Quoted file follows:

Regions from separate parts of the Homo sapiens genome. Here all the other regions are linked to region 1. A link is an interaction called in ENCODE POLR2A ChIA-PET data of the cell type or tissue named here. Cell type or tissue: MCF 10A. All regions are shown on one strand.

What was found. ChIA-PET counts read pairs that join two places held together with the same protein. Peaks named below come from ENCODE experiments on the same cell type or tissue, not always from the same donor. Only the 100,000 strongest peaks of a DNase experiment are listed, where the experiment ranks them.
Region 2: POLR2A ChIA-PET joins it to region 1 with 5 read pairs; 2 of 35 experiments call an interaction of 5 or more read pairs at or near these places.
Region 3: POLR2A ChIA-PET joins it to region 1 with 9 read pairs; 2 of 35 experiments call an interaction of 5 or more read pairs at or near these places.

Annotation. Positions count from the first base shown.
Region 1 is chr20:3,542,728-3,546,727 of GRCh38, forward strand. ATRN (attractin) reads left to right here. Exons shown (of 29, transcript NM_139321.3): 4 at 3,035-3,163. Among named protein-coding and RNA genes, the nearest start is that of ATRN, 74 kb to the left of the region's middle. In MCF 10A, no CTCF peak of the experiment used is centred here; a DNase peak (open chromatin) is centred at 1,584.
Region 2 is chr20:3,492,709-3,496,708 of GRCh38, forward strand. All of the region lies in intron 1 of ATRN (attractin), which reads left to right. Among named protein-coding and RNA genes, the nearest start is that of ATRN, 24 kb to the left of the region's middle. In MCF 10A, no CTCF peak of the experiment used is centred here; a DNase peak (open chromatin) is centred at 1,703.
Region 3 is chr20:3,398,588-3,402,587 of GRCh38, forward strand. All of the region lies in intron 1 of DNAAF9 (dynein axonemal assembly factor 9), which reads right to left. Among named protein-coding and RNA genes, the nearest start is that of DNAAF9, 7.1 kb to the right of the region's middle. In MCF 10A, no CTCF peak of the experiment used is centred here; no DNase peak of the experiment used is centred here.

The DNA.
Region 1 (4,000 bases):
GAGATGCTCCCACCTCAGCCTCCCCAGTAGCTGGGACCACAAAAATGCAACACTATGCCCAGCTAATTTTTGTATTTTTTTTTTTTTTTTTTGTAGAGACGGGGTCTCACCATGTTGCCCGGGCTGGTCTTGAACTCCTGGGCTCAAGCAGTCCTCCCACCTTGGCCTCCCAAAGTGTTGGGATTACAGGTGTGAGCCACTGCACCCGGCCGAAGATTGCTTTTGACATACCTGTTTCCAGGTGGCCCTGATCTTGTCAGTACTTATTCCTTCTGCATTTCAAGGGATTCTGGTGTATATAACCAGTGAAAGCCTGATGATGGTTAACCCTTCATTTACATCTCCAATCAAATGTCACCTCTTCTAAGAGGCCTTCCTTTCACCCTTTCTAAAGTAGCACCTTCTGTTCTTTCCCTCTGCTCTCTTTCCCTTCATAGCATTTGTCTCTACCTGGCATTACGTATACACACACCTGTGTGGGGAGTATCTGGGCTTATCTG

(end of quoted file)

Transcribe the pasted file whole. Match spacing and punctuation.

Regions from separate parts of the Homo sapiens genome. Here all the other regions are linked to region 1. A link is an interaction called in ENCODE POLR2A ChIA-PET data of the cell type or tissue named here. Cell type or tissue: MCF 10A. All regions are shown on one strand.

What was found. ChIA-PET counts read pairs that join two places held together with the same protein. Peaks named below come from ENCODE experiments on the same cell type or tissue, not always from the same donor. Only the 100,000 strongest peaks of a DNase experiment are listed, where the experiment ranks them.
Region 2: POLR2A ChIA-PET joins it to region 1 with 5 read pairs; 2 of 35 experiments call an interaction of 5 or more read pairs at or near these places.
Region 3: POLR2A ChIA-PET joins it to region 1 with 9 read pairs; 2 of 35 experiments call an interaction of 5 or more read pairs at or near these places.

Annotation. Positions count from the first base shown.
Region 1 is chr20:3,542,728-3,546,727 of GRCh38, forward strand. ATRN (attractin) reads left to right here. Exons shown (of 29, transcript NM_139321.3): 4 at 3,035-3,163. Among named protein-coding and RNA genes, the nearest start is that of ATRN, 74 kb to the left of the region's middle. In MCF 10A, no CTCF peak of the experiment used is centred here; a DNase peak (open chromatin) is centred at 1,584.
Region 2 is chr20:3,492,709-3,496,708 of GRCh38, forward strand. All of the region lies in intron 1 of ATRN (attractin), which reads left to right. Among named protein-coding and RNA genes, the nearest start is that of ATRN, 24 kb to the left of the region's middle. In MCF 10A, no CTCF peak of the experiment used is centred here; a DNase peak (open chromatin) is centred at 1,703.
Region 3 is chr20:3,398,588-3,402,587 of GRCh38, forward strand. All of the region lies in intron 1 of DNAAF9 (dynein axonemal assembly factor 9), which reads right to left. Among named protein-coding and RNA genes, the nearest start is that of DNAAF9, 7.1 kb to the right of the region's middle. In MCF 10A, no CTCF peak of the experiment used is centred here; no DNase peak of the experiment used is centred here.

The DNA.
Region 1 (4,000 bases):
GAGATGCTCCCACCTCAGCCTCCCCAGTAGCTGGGACCACAAAAATGCAACACTATGCCCAGCTAATTTTTGTATTTTTTTTTTTTTTTTTTGTAGAGACGGGGTCTCACCATGTTGCCCGGGCTGGTCTTGAACTCCTGGGCTCAAGCAGTCCTCCCACCTTGGCCTCCCAAAGTGTTGGGATTACAGGTGTGAGCCACTGCACCCGGCCGAAGATTGCTTTTGACATACCTGTTTCCAGGTGGCCCTGATCTTGTCAGTACTTATTCCTTCTGCATTTCAAGGGATTCTGGTGTATATAACCAGTGAAAGCCTGATGATGGTTAACCCTTCATTTACATCTCCAATCAAATGTCACCTCTTCTAAGAGGCCTTCCTTTCACCCTTTCTAAAGTAGCACCTTCTGTTCTTTCCCTCTGCTCTCTTTCCCTTCATAGCATTTGTCTCTACCTGGCATTACGTATACACACACCTGTGTGGGGAGTATCTGGGCTTATCTG